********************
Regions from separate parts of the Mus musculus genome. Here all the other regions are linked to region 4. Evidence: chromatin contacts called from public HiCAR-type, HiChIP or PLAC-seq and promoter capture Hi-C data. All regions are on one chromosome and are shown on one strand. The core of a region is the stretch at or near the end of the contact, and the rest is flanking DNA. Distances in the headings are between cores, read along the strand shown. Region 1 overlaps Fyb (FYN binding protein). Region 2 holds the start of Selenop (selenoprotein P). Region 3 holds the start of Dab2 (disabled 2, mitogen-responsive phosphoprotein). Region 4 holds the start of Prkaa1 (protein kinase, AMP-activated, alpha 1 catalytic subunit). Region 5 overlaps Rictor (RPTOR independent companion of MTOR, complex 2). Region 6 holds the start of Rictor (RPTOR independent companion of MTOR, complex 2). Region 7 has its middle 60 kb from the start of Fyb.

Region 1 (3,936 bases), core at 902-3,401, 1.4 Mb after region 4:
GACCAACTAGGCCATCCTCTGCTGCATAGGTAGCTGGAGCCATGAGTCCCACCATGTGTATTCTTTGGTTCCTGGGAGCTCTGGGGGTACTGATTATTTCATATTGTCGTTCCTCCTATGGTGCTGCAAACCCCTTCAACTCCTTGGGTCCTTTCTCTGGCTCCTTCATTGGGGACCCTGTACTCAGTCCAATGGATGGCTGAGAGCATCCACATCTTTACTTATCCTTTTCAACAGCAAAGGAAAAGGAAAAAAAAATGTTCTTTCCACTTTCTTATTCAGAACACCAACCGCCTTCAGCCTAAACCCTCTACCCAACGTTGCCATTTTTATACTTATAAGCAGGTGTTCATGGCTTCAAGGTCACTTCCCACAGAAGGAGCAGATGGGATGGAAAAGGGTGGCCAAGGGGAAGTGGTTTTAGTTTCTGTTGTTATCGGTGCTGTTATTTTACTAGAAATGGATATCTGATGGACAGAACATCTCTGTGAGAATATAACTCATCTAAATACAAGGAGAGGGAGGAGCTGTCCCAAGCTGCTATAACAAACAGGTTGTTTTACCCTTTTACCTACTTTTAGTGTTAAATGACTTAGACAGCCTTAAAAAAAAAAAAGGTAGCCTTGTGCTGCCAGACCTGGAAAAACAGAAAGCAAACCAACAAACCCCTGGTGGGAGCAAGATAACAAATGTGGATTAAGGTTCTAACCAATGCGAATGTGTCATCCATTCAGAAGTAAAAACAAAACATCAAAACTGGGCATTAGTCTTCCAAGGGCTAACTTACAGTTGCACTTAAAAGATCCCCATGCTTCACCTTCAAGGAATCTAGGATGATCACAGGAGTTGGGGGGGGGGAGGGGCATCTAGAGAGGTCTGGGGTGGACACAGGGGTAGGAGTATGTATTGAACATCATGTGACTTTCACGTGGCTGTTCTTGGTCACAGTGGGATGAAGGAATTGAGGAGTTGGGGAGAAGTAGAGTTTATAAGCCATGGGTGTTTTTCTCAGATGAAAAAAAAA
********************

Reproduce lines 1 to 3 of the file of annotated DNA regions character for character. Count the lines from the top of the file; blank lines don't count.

Regions from separate parts of the Mus musculus genome. Here all the other regions are linked to region 4. Evidence: chromatin contacts called from public HiCAR-type, HiChIP or PLAC-seq and promoter capture Hi-C data. All regions are on one chromosome and are shown on one strand. The core of a region is the stretch at or near the end of the contact, and the rest is flanking DNA. Distances in the headings are between cores, read along the strand shown. Region 1 overlaps Fyb (FYN binding protein). Region 2 holds the start of Selenop (selenoprotein P). Region 3 holds the start of Dab2 (disabled 2, mitogen-responsive phosphoprotein). Region 4 holds the start of Prkaa1 (protein kinase, AMP-activated, alpha 1 catalytic subunit). Region 5 overlaps Rictor (RPTOR independent companion of MTOR, complex 2). Region 6 holds the start of Rictor (RPTOR independent companion of MTOR, complex 2). Region 7 has its middle 60 kb from the start of Fyb.

Region 1 (3,936 bases), core at 902-3,401, 1.4 Mb after region 4:
GACCAACTAGGCCATCCTCTGCTGCATAGGTAGCTGGAGCCATGAGTCCCACCATGTGTATTCTTTGGTTCCTGGGAGCTCTGGGGGTACTGATTATTTCATATTGTCGTTCCTCCTATGGTGCTGCAAACCCCTTCAACTCCTTGGGTCCTTTCTCTGGCTCCTTCATTGGGGACCCTGTACTCAGTCCAATGGATGGCTGAGAGCATCCACATCTTTACTTATCCTTTTCAACAGCAAAGGAAAAGGAAAAAAAAATGTTCTTTCCACTTTCTTATTCAGAACACCAACCGCCTTCAGCCTAAACCCTCTACCCAACGTTGCCATTTTTATACTTATAAGCAGGTGTTCATGGCTTCAAGGTCACTTCCCACAGAAGGAGCAGATGGGATGGAAAAGGGTGGCCAAGGGGAAGTGGTTTTAGTTTCTGTTGTTATCGGTGCTGTTATTTTACTAGAAATGGATATCTGATGGACAGAACATCTCTGTGAGAATATAACTCATCTAAATACAAGGAGAGGGAGGAGCTGTCCCAAGCTGCTATAACAAACAGGTTGTTTTACCCTTTTACCTACTTTTAGTGTTAAATGACTTAGACAGCCTTAAAAAAAAAAAAGGTAGCCTTGTGCTGCCAGACCTGGAAAAACAGAAAGCAAACCAACAAACCCCTGGTGGGAGCAAGATAACAAATGTGGATTAAGGTTCTAACCAATGCGAATGTGTCATCCATTCAGAAGTAAAAACAAAACATCAAAACTGGGCATTAGTCTTCCAAGGGCTAACTTACAGTTGCACTTAAAAGATCCCCATGCTTCACCTTCAAGGAATCTAGGATGATCACAGGAGTTGGGGGGGGGGAGGGGCATCTAGAGAGGTCTGGGGTGGACACAGGGGTAGGAGTATGTATTGAACATCATGTGACTTTCACGTGGCTGTTCTTGGTCACAGTGGGATGAAGGAATTGAGGAGTTGGGGAGAAGTAGAGTTTATAAGCCATGGGTGTTTTTCTCAGATGAAAAAAAAA